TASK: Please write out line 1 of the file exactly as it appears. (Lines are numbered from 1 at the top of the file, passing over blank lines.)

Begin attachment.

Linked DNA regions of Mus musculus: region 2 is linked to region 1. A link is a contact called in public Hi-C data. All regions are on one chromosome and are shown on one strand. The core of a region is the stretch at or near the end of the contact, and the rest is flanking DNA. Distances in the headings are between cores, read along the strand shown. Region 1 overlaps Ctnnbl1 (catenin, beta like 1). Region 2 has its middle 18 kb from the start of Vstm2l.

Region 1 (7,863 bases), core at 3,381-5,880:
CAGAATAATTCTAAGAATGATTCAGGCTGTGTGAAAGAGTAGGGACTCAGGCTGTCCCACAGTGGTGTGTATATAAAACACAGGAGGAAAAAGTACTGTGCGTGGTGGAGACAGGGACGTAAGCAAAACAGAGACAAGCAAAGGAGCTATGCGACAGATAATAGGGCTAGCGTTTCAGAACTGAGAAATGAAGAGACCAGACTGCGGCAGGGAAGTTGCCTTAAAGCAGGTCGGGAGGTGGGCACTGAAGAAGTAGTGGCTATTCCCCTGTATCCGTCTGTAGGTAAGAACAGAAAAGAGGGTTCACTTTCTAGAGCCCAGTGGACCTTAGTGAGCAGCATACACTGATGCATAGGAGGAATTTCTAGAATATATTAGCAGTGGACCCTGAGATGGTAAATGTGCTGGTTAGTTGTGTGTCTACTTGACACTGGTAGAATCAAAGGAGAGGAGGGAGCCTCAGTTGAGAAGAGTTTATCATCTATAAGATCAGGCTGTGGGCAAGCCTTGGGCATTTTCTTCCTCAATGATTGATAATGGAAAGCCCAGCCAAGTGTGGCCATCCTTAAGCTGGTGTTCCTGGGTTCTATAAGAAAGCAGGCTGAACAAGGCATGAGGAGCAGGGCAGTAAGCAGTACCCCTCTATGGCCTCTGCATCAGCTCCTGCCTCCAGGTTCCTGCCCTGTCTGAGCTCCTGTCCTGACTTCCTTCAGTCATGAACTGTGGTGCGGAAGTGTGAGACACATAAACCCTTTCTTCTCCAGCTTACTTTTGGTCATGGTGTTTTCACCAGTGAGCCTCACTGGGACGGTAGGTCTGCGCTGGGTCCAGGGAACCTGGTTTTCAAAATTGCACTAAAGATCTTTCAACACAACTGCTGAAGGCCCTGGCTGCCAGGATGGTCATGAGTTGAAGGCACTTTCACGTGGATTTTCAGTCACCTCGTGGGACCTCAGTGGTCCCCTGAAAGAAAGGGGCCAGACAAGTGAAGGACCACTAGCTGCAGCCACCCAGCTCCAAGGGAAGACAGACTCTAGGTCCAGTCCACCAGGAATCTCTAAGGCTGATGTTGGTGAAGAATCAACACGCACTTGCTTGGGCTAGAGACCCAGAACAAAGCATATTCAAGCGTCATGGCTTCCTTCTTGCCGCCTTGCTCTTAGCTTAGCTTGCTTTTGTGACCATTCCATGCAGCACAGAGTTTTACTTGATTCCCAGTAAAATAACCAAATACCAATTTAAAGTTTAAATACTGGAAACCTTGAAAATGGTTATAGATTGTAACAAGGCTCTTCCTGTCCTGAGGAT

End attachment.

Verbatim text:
Linked DNA regions of Mus musculus: region 2 is linked to region 1. A link is a contact called in public Hi-C data. All regions are on one chromosome and are shown on one strand. The core of a region is the stretch at or near the end of the contact, and the rest is flanking DNA. Distances in the headings are between cores, read along the strand shown. Region 1 overlaps Ctnnbl1 (catenin, beta like 1). Region 2 has its middle 18 kb from the start of Vstm2l.